"He who has two coats, let him share with him who has none; and he who has food, let him do likewise" (Luke 3:11; RSV).
John the Baptist must be a socialist, at least by John McCain's loose definition, since he wants to redistribute the wealth!
In fact, Luke-Acts (the Gospel of Luke and Acts of the Apostle were written by the same author) shows a lot of instances of communal living. See, for example, Acts 4:32-5:5:
Now the company of those who believed were of one heart and soul, and no one said that any of the things which he possessed was his own, but they had everything in common. And with great power the apostles gave their testimony to the resurrection of the Lord Jesus, and great grace was upon them all. There was not a needy person among them, for as many as were possessors of lands or houses sold them, and brought hte proceeds of what was sold and laid it at the apostles' feet; and distribution was made to each as any had need. Thus JOseph who was surnamed by the apostles Barnabas (which means, Son of encouragement), a Levite, a native of Cyprus, sold a field which belonged to him, and brought the money and laid it at the apostles' feet.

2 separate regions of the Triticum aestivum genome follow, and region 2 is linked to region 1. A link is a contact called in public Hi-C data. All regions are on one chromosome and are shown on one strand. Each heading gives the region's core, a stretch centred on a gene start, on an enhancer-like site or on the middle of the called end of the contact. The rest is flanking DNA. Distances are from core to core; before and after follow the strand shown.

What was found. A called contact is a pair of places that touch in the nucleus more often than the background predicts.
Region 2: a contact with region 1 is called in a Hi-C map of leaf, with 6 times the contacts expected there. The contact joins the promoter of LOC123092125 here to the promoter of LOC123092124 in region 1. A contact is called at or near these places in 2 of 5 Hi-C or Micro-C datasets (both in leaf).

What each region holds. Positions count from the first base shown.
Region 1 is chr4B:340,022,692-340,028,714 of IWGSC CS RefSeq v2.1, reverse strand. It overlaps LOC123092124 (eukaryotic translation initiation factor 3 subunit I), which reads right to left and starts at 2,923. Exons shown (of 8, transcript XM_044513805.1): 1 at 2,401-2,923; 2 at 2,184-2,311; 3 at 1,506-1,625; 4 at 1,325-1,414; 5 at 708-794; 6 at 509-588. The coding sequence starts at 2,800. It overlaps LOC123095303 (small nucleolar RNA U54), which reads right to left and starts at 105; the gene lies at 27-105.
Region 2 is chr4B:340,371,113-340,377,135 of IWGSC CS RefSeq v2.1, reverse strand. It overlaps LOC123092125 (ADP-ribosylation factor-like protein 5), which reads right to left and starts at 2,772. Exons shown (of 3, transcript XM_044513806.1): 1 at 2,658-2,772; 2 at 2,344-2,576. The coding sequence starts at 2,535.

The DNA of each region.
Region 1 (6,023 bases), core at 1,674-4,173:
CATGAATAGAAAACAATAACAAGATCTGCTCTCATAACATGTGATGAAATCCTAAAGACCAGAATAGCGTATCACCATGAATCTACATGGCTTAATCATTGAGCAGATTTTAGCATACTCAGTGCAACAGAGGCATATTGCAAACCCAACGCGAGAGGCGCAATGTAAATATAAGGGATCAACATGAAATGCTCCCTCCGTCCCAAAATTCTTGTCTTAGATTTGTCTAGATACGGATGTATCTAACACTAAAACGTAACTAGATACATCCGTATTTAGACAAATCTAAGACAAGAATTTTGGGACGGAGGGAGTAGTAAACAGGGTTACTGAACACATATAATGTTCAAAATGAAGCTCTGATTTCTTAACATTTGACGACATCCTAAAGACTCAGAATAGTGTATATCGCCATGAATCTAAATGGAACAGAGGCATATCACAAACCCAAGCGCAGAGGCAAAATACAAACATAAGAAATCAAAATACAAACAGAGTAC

But a man named Ananias with his wife Sapphira sold a piece of property, and with his wife's knowledge he kept back some of the proceeds, and brought only a part and laid it at the apostles' feet. But Peter said, "Ananias, why has Satan filled your heart to lie to the Holy Spirit and to keep back part of the proceeds of the land? While it remained unsold, did it not remain your own? And after it waws sold, was it not at your disposal? How is it that you have contrived this deed in your heart? You have not lied to men but to God." When Ananias heard these words, he fell down and died.
Sapphira dies subsequently. I am sure that most Christians who promote free-market capitalism, as many evangelicals do, skim through these passages, overlook them, or ignore their message. With the passage from Luke, many people might see this as giving change to the guy on the street...which is a very little help, instead of seeing it as a lifestyle change and challenge that it is meant to be. The passage from Acts is more difficult to ignore. While some people will focus on the issue of obedience, which is clearly there, they ignore the social implications of the passage and merely spiritualize it. But that would be the miss the larger impact of a cohering community that holds all things in common. Here the communal lifestyle of redistributing wealth to those who need it is presented as the ideal and, uh, godly. Holding back property, maintaining one's private property and not giving it to the community, is portrayed as Satanic! Unfortunately, we tend to tame the radicalism of the Bible and the implications of many of its social positions...something important for those who claim to live a "biblical lifestyle." Ultimately, if redistribution of wealth is un-American, so is living a "biblical lifestyle," if a biblical lifestyle is remotely related to the social organizations illustrated by the earliest Christians, the redistribution of land in the year of Jubilee, etc.